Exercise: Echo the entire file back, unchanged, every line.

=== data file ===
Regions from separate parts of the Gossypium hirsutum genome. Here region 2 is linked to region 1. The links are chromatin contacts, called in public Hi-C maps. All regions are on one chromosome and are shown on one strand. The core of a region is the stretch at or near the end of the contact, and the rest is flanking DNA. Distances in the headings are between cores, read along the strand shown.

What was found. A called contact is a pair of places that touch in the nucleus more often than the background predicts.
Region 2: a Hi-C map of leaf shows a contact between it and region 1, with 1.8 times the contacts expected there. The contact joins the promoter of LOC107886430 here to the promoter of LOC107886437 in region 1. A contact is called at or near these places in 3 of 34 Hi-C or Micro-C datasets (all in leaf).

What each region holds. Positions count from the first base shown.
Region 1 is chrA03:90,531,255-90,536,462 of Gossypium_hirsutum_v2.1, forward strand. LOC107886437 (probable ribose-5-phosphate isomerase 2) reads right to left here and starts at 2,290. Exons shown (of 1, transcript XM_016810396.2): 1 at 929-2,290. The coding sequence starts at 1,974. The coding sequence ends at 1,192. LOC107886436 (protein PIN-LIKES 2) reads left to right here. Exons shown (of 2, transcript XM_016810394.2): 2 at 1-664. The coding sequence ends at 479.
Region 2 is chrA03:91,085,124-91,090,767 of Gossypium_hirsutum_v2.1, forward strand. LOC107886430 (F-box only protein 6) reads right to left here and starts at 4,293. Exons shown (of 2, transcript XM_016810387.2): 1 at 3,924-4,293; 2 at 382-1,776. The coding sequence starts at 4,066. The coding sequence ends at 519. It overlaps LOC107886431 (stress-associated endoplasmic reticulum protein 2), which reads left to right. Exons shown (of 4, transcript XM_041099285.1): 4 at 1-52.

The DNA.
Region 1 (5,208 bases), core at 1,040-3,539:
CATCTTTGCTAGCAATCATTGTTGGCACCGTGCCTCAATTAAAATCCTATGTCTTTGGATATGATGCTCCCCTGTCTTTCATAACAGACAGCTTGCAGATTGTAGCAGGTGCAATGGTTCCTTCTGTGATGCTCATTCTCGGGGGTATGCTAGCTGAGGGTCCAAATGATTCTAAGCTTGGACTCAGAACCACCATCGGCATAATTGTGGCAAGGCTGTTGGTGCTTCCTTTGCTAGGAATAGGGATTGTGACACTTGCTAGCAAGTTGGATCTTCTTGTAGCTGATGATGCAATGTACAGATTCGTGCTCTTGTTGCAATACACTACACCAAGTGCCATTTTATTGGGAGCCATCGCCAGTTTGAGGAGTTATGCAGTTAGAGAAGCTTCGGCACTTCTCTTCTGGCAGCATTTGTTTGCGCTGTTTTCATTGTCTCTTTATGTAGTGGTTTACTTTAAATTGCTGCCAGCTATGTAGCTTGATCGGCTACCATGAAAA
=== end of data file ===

Regions from separate parts of the Gossypium hirsutum genome. Here region 2 is linked to region 1. The links are chromatin contacts, called in public Hi-C maps. All regions are on one chromosome and are shown on one strand. The core of a region is the stretch at or near the end of the contact, and the rest is flanking DNA. Distances in the headings are between cores, read along the strand shown.

What was found. A called contact is a pair of places that touch in the nucleus more often than the background predicts.
Region 2: a Hi-C map of leaf shows a contact between it and region 1, with 1.8 times the contacts expected there. The contact joins the promoter of LOC107886430 here to the promoter of LOC107886437 in region 1. A contact is called at or near these places in 3 of 34 Hi-C or Micro-C datasets (all in leaf).

What each region holds. Positions count from the first base shown.
Region 1 is chrA03:90,531,255-90,536,462 of Gossypium_hirsutum_v2.1, forward strand. LOC107886437 (probable ribose-5-phosphate isomerase 2) reads right to left here and starts at 2,290. Exons shown (of 1, transcript XM_016810396.2): 1 at 929-2,290. The coding sequence starts at 1,974. The coding sequence ends at 1,192. LOC107886436 (protein PIN-LIKES 2) reads left to right here. Exons shown (of 2, transcript XM_016810394.2): 2 at 1-664. The coding sequence ends at 479.
Region 2 is chrA03:91,085,124-91,090,767 of Gossypium_hirsutum_v2.1, forward strand. LOC107886430 (F-box only protein 6) reads right to left here and starts at 4,293. Exons shown (of 2, transcript XM_016810387.2): 1 at 3,924-4,293; 2 at 382-1,776. The coding sequence starts at 4,066. The coding sequence ends at 519. It overlaps LOC107886431 (stress-associated endoplasmic reticulum protein 2), which reads left to right. Exons shown (of 4, transcript XM_041099285.1): 4 at 1-52.

The DNA.
Region 1 (5,208 bases), core at 1,040-3,539:
CATCTTTGCTAGCAATCATTGTTGGCACCGTGCCTCAATTAAAATCCTATGTCTTTGGATATGATGCTCCCCTGTCTTTCATAACAGACAGCTTGCAGATTGTAGCAGGTGCAATGGTTCCTTCTGTGATGCTCATTCTCGGGGGTATGCTAGCTGAGGGTCCAAATGATTCTAAGCTTGGACTCAGAACCACCATCGGCATAATTGTGGCAAGGCTGTTGGTGCTTCCTTTGCTAGGAATAGGGATTGTGACACTTGCTAGCAAGTTGGATCTTCTTGTAGCTGATGATGCAATGTACAGATTCGTGCTCTTGTTGCAATACACTACACCAAGTGCCATTTTATTGGGAGCCATCGCCAGTTTGAGGAGTTATGCAGTTAGAGAAGCTTCGGCACTTCTCTTCTGGCAGCATTTGTTTGCGCTGTTTTCATTGTCTCTTTATGTAGTGGTTTACTTTAAATTGCTGCCAGCTATGTAGCTTGATCGGCTACCATGAAAA